There’s no greater reward than to see my students return to their hometown to pass their knowledge on to a new generation of learners
I was walking down the halls of our school recently when a little girl approached me. “Mrs. Rogers, what do I have to do to get into your classroom?”
Her comment made me laugh. This particular girl was a straight-A student, and I’m the Title 1 teacher for at-risk students. I was thrilled that she thought of my class as a fun, exciting place (and it is!).
This interaction confirmed just how important it is to create a positive, welcoming environment for every child, even the ones others identify as “troublemakers” or “bad students.”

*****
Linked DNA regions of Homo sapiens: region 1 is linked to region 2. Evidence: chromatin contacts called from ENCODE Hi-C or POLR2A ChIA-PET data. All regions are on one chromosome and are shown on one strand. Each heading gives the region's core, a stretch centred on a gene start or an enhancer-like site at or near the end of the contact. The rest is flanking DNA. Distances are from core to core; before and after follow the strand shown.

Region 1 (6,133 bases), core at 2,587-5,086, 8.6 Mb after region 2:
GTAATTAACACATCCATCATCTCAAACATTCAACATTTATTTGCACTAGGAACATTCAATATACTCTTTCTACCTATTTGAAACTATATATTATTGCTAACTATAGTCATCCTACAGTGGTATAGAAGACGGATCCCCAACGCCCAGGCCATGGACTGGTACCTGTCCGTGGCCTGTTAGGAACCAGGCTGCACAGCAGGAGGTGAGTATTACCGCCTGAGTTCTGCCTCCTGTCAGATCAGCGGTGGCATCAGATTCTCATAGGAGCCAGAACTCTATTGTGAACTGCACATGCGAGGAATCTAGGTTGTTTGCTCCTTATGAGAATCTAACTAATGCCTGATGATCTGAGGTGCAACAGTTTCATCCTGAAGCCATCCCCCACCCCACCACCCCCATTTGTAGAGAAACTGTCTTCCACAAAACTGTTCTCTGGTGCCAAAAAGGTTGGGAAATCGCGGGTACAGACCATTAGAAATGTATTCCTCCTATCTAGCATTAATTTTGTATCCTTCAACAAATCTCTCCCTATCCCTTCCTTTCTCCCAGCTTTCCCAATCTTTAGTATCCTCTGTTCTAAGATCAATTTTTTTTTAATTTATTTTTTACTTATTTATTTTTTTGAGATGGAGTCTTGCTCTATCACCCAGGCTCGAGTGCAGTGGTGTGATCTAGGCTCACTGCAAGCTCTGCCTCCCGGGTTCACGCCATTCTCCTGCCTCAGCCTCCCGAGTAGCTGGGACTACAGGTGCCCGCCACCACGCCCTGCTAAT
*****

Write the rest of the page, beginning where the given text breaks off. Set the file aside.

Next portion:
It starts the moment a student walks in my classroom door. “I am SO glad you’re here! I know you’re having some trouble with fractions, but you are a smart kid, and we’re going to have so much fun today.”
Once we’re off on the right foot, students often start with a simpler lesson they have already learned. The benefits here are two-fold – students can build their confidence by showing off a little bit, and I can identify holes in their thinking that may be causing them problems on more difficult lessons.
(Next page: Finding student potential to help them succeed)